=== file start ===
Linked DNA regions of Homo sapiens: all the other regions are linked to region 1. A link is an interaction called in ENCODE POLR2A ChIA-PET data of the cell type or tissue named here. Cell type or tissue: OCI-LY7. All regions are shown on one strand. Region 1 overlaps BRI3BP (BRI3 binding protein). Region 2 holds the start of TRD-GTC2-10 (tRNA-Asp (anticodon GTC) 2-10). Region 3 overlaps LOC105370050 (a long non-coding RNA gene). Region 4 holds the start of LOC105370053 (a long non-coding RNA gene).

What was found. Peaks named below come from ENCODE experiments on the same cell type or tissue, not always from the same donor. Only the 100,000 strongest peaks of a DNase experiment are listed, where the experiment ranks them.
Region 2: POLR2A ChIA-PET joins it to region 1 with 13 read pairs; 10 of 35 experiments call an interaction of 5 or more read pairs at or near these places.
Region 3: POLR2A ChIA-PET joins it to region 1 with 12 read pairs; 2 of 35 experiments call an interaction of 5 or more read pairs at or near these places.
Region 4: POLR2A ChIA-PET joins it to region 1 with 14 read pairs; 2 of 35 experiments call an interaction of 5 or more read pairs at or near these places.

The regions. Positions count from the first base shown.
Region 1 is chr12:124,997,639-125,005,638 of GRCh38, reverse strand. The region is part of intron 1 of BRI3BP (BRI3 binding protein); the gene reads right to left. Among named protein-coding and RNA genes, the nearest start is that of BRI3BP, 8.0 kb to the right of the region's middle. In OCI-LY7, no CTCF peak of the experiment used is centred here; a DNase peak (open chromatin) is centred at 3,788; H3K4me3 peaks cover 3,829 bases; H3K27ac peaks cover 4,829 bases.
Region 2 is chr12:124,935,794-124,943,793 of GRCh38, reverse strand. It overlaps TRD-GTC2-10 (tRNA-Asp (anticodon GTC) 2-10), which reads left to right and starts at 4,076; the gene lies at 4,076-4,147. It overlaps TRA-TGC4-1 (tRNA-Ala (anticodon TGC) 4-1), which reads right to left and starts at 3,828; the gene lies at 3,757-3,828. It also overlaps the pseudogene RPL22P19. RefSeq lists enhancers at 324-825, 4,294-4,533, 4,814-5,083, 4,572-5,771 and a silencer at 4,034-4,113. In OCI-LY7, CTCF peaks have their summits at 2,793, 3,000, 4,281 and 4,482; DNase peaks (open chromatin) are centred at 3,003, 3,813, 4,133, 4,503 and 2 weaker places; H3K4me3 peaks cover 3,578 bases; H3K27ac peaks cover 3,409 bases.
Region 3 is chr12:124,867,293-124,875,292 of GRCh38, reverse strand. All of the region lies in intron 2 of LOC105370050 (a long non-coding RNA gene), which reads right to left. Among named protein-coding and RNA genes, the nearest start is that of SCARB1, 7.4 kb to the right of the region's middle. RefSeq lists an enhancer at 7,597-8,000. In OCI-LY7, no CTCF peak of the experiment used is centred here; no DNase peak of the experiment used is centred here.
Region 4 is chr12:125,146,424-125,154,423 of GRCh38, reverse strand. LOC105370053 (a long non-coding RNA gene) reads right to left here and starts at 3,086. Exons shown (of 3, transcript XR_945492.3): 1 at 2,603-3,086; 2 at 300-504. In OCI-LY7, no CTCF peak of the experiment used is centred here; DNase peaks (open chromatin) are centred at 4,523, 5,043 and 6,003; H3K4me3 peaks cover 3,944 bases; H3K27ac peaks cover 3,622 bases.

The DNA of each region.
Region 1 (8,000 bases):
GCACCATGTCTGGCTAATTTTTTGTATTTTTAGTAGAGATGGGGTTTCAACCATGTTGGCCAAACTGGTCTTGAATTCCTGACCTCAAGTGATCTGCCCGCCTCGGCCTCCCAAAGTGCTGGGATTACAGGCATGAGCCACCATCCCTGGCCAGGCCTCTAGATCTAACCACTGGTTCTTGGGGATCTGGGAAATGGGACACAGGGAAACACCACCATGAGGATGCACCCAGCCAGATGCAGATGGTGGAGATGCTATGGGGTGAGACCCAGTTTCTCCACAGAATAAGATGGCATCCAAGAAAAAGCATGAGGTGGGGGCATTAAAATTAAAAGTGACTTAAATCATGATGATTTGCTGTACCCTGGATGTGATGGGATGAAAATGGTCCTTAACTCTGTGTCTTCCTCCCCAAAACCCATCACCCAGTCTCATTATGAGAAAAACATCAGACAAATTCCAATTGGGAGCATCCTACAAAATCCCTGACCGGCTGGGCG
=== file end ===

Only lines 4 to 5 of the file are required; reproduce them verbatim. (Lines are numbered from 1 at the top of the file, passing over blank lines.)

Region 3: POLR2A ChIA-PET joins it to region 1 with 12 read pairs; 2 of 35 experiments call an interaction of 5 or more read pairs at or near these places.
Region 4: POLR2A ChIA-PET joins it to region 1 with 14 read pairs; 2 of 35 experiments call an interaction of 5 or more read pairs at or near these places.